United States District Court, D. Maryland
MEMORANDUM TO COUNSEL RE:
L. RUSSELL, III UNITED STATES DISTRICT JUDGE
before the Court is Plaintiff Jason Jakubowski's Motion
for Reconsideration (ECF No. 22). The Motion is ripe for
disposition, and no hearing is necessary. See Local
Rule 105.6 (D.Md. 2016). For the reasons outlined below, the
Court will deny the Motion.
alleges that Defendants Family Service Foundation, Inc. (the
“Foundation”), Service Coordination, Inc.
(“SCI”), Tina Ashe, and Larry Lipsitz failed to
adequately monitor him, resulting in hospitalization and
medical treatment. (Compl., ECF No. 1). He brings claims
under 42 U.S.C. § 1983 (2018), the Rehabilitation Act,
Maryland Declaration of Rights Article 24, and Maryland
common law. (Id. ¶¶ 54-117). SCI filed its
Motion to Dismiss on August 14, 2017, (ECF No. 7), and the
Foundation, Ashe, and Lipsitz filed their Motion to Dismiss
on August 24, 2017, (ECF No. 11). On October 4, 2017, the
Court granted Defendants' Motions. (ECF Nos. 20, 21). In
relevant part, the Court concluded that Jakubowski
insufficiently pled that Defendants acted under the color of
state law. (Oct. 2017 Mem. Op. at 1, ECF No. 20).
now moves for the Court to reconsider its October 4, 2017
Order. (ECF No. 22). On November 1, 2017, SCI filed its
Opposition, as did the Foundation, Ashe, and Lipsitz. (ECF
Nos. 23, 25). To date, the Court has not received a reply
Federal Rules of Civil Procedure include three Rules that
permit a party to move for reconsideration. Of import here,
Rule 59(e) controls when a party files a motion to alter or
amend within twenty-eight days of the final judgment.
Bolden v. McCabe, Weisberg & Conway, LLC, No.
DKC 13-1265, 2014 WL 994066, at *1 n.1 (D.Md. Mar. 13, 2014).
If the Motion is filed later, Rule 60(b) controls.
Id. In this case, the Court issued an Order granting
Defendants' Motions to Dismiss and closing the case on
October 4, 2017. (ECF No. 21). Jakubowski moved for
reconsideration of that Order on October 18, 2017-within
twenty-eight days. (ECF No. 38). Thus, Rule 59(e)
motion under Rule 59(e) is “discretionary” and
“need not be granted” unless: (1) “there
has been an intervening change of controlling law”; (2)
“new evidence has become available”; or (3)
“there is a need to correct a clear error or prevent
manifest injustice.” Robinson v. Wix Filtration
Corp. LLC, 599 F.3d 403, 411 (4th Cir. 2010) (citing
Ingle ex rel. Estate of Ingle v. Yelton, 439 F.3d
191, 197 (4th Cir. 2006)). A Rule 59(e) amendment is
“an extraordinary remedy which should be used
sparingly.” Pac. Ins. Co. v. Am. Nat'l Fire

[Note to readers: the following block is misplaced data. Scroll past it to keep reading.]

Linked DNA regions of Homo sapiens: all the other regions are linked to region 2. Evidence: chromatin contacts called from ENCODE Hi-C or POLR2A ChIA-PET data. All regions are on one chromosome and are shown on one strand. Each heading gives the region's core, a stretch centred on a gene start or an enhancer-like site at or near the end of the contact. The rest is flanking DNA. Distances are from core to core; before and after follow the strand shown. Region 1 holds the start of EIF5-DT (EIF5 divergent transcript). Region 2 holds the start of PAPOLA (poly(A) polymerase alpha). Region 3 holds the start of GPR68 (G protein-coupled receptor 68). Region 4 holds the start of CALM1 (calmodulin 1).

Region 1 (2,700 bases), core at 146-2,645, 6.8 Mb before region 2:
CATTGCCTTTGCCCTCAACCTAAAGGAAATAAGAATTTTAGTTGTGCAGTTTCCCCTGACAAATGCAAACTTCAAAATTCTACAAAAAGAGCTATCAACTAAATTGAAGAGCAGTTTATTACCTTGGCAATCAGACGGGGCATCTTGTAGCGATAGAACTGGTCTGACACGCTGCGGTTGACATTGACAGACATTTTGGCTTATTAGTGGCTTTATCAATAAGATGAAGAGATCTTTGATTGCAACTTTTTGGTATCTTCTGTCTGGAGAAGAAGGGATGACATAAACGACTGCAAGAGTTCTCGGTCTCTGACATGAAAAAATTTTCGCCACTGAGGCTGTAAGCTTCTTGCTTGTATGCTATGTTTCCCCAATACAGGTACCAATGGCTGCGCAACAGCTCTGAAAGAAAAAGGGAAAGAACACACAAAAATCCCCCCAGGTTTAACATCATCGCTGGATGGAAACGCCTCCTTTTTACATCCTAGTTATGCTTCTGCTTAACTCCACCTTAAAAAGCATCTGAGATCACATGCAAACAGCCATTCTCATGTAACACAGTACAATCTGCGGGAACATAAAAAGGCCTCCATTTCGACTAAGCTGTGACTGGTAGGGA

Ins. Co., 148 F.3d 396, 403 (4th Cir. 1998) (quoting
Charles Alan Wright & Arthur R. Miller, Federal
Practice and Procedure § 2810.1, at 124 (2d ed.
1995)). Furthermore, “[a] motion for reconsideration is
‘not the proper place to relitigate a case after the
court has ruled against a party, as mere disagreement with a
court's rulings will not support granting such a
request.'” Lynn v. Monarch Recovery Mgmt.,
Inc., 953 F.Supp.2d 612, 620 (D.Md. 2013) (quoting
Sanders v. Prince George's Pub. Sch. Sys., No.
RWT 08CV501, 2011 WL 4443441, at *1 (D.Md. Sept. 21, 2011)).
Nor may Rule 59(e) motions be used to raise arguments that
“could have been raised prior to the issuance of the
judgment” or to “argue a case under a novel legal
theory that the party had the ability to address in the first
instance.” Pac. Ins. Co., 148 F.3d at 403.
Jakubowski argues that he has sufficiently pled that
Defendants are state actors. He does not specify the basis
under which he brings his Rule 59(e) Motion. He appears to
assert that the Court made a clear error of law when it
concluded there are insufficient allegations that Defendants
acted under the color of state law. (See Oct. 2017
Mem. Op. at 1). The Court disagrees.
submits that Maryland statutes set forth a policy of
promoting, protecting, and preserving the “human
dignity, ” “constitutional rights[, ] and
liberties” of individuals with developmental disability
and establish the Maryland Developmental Disabilities
Administration (the “DDA”). (Pl.'s Mot.
Recons. at 3, ECF No. 22) (quoting Md. Code Health-Gen.
§ 7-102(1)). As a result, Jakubowski contends, Maryland
“significantly and explicitly encourages”
administration of services to individuals with developmental
disability by “fund[ing], oversee[ing], regulat[ing],
and licens[ing]” the Foundation and SCI in order to
meet its statutory obligations. (Id. at 4). The
Foundation and SCI, in turn, “have undertaken”
Maryland's “responsibility to care for
developmentally disabled individuals” by providing
services through the DDA. Thus, Jakubowski maintains, he has
sufficiently pled that Defendants are state actors.
contentions are unavailing. None of them are supported by the
allegations in the Complaint. Indeed, in his Complaint, he
only pleads that Defendants “are state actors and
function as servants and/or actual and/or apparent agents of
the state of Maryland, thus acting under color of state
law.” (Compl. ¶ 57). Jakubowski brings no other
allegation supporting his arguments about the relationship
between Maryland, the Foundation, and SCI. And this sole
allegation is too conclusory to survive a motion to dismiss
under Rule 12(b)(6). See United Black Firefighters v.
Hirst, 604 F.2d 844, 847 (4th Cir. 1979) (holding that
the court need not accept unsupported or conclusory factual
allegations devoid of any reference to actual events).
Court concludes, therefore, that Jakubowski has failed to
provide sufficient grounds under Rule 59(e) for the Court to
alter or amend its October 4, 2017 Order. Accordingly, the
Court will deny his Motion.
foregoing reasons, Jakubowski's Motion for
Reconsideration (ECF No. 22) is DENIED. Despite the informal
nature of this memorandum, it shall constitute an Order of
this Court, and the Clerk is directed to docket it